Remaining adaptable and flexible is one of our key principles at Mimo Monitors. Being nimble and forward-thinking is what allows us to consistently ensure we meet and exceed customer’s needs. In the past year we, like so many other businesses, have been challenged in unprecedented and unexpected ways. As a result of the pandemic, businesses shut down, and more people than ever began working from home causing many of our company’s most prominent verticals like conference rooms, interactive exhibits, transportation and more to virtually disappear overnight. We simply had to pivot and figure out another way to keep Mimo thriving, despite the pandemic and our key verticals not operating for some unknown quantity of time.
Now, more than a year later as the world begins to return to normal, we can reflect on how we navigated these challenges. Throughout the past year, Mimo expanded offerings and entered new, previously untapped verticals such as outdoor digital signage, light industrial, and higher education. Through these efforts, we were able to triple our revenue in new or previously untapped verticals. We also decided early on that we wanted to do whatever we could to keep all of the Mimo Monitors team intact. We place a huge emphasis on hiring the right people and believe we’re only as good as our team. We’re proud to say that we were able to do this. As things begin to revert back to normal, we’re pleased to see all our efforts paying off. Not only are we seeing the verticals most impacted by the pandemic returning but we’re also well positioned to continue our growth in these new or expanded verticals.
As we come out the other side, we wanted to provide our top tips to help other small businesses stay adaptable during challenging times:
Plan for the future: We believed that conference rooms, one of our key verticals, would make a strong comeback after the pandemic. That is why we not only continued to invest but actually invested more into R&D for new products in this arena. The result is that we’re better suited to meet customer’s needs than ever. One pandemic related change is that we began investing into software products that will help balance hardware sales peaks and valleys. If you believe in what you’re doing and are able to do so, investing more heavily in the slow times with a strong future vision can be highly beneficial when things return to normal.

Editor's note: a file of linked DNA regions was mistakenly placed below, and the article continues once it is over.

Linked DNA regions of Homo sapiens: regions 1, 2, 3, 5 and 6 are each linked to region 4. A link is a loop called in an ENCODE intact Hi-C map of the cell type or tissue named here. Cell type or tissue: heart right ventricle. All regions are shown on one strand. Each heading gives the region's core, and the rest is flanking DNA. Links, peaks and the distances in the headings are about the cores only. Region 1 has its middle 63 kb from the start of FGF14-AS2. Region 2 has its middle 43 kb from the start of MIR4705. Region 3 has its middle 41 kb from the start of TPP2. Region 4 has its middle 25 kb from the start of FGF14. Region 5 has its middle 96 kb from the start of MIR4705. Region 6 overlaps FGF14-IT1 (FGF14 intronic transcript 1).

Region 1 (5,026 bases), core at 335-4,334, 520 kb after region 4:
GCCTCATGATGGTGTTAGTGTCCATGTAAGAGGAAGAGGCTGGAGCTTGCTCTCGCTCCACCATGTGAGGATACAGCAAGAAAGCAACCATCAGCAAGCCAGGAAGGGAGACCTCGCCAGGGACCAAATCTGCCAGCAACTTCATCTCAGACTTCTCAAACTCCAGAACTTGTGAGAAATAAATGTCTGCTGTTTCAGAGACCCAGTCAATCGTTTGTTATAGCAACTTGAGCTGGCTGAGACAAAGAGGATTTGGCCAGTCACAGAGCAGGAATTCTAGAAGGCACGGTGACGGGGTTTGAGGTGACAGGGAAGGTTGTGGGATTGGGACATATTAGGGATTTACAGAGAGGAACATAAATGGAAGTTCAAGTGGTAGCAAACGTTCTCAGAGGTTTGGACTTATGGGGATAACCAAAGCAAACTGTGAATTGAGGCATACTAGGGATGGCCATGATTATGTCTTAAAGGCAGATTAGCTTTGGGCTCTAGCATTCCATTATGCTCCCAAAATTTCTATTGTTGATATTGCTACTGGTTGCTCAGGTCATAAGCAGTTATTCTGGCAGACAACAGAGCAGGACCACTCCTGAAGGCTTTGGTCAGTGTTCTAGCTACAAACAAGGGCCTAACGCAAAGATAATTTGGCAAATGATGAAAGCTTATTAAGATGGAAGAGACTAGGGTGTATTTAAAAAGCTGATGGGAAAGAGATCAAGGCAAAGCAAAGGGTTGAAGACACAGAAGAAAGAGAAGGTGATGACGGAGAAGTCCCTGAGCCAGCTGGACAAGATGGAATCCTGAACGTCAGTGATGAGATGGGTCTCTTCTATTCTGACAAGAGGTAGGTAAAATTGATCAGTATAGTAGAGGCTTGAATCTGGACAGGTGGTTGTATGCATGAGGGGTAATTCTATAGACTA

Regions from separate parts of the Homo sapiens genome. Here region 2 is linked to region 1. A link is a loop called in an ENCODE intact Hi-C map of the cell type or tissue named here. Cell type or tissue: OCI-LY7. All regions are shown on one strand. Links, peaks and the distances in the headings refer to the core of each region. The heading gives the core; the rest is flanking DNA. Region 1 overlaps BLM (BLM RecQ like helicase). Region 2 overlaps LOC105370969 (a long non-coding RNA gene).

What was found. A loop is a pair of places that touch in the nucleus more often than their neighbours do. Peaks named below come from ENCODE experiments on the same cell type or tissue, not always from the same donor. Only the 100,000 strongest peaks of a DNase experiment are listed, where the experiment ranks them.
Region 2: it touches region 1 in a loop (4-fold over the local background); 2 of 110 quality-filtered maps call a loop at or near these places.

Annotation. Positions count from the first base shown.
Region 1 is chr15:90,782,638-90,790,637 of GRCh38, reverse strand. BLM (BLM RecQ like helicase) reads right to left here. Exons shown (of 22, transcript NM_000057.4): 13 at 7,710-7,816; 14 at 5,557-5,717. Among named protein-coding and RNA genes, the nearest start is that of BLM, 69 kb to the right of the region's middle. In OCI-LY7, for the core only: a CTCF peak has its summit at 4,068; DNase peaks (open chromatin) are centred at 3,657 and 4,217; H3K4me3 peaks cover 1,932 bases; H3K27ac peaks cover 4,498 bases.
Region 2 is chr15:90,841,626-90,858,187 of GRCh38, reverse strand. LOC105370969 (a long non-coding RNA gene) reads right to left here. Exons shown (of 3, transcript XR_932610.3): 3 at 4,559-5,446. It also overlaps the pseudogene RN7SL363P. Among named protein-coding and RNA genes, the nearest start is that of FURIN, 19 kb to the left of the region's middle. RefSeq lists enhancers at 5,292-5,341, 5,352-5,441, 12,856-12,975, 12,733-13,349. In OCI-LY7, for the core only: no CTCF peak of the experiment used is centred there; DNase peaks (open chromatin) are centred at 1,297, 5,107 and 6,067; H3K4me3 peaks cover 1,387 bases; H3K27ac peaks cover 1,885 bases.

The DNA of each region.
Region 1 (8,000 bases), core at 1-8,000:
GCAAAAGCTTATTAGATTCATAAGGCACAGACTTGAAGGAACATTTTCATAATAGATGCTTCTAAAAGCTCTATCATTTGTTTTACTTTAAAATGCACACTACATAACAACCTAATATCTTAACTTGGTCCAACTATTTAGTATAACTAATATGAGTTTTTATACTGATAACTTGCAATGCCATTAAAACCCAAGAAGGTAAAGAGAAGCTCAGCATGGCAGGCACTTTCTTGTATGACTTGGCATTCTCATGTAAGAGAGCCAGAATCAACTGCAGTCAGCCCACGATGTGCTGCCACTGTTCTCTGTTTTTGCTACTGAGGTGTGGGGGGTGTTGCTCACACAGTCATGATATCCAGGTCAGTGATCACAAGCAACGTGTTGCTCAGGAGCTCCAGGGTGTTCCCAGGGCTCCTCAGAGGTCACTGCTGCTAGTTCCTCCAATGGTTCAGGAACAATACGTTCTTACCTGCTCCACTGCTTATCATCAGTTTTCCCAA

Listen to customer’s needs: Customers are your best tool for figuring out how to adapt because they’ll often tell you what they need. When you hear your customers all consistently have similar problems that need to be solved that can be a great indicator of where to lead your business next. Sure, the pandemic created challenges but it also created new business opportunities. We were not looking to pivot entirely into areas unfamiliar to us, but we channeled our expertise into making temperature-taking kiosks. We were able to use our proficiency in engineering to create a product very rapidly by leveraging a lot of existing products so that customer’s could quickly and easily screen for a fever before entering a space, a new pandemic created need.
Get Buy-In From Your Team: We feel passionately about the folks who work at Mimo and know that this pandemic was a stressful time for everyone. Before making adjustments to our focus, we believed that it was crucial to keep our team up-to-date and also ensure that everyone was on the same page regarding the changes Mimo was needing to make. Change can be a challenge and can be upsetting. Before we made some of the changes we felt were necessary, we worked hard to be very communicative and share openly with the team while getting their feedback. Getting the team’s understanding and buy-in makes evolving easier for everyone. It is also often the case that in being open and communicative, new solutions to current problems will emerge.
Take inventory of your strengths and weaknesses to guide you: While making adjustments it’s important not to veer away from your strengths. No matter your business, you have some great strengths corporately that are not specifically tied to whatever product or service you offer. We constantly ask ourselves “What is our unfair advantage”? For us, some of these advantages are our particular emphasis on our customer service as well as our focus on engineering capabilities. Through this pandemic, we listened to our customer’s needs which drove the direction of focusing on outdoor displays and temperature kiosks, all while developing a long-term conference room product line. When pivoting, do not switch into an area of corporate weakness even if you believe that the market for that product or service is strong. If you do not bring along your “unfair advantage” you will not be successful. It is essential to hold on to your strengths while making the transition to a new idea, offering, or product.
The one thing we can always be certain of is uncertainty. We hope these tips will be helpful guides for future challenges, changes, or whatever lies ahead.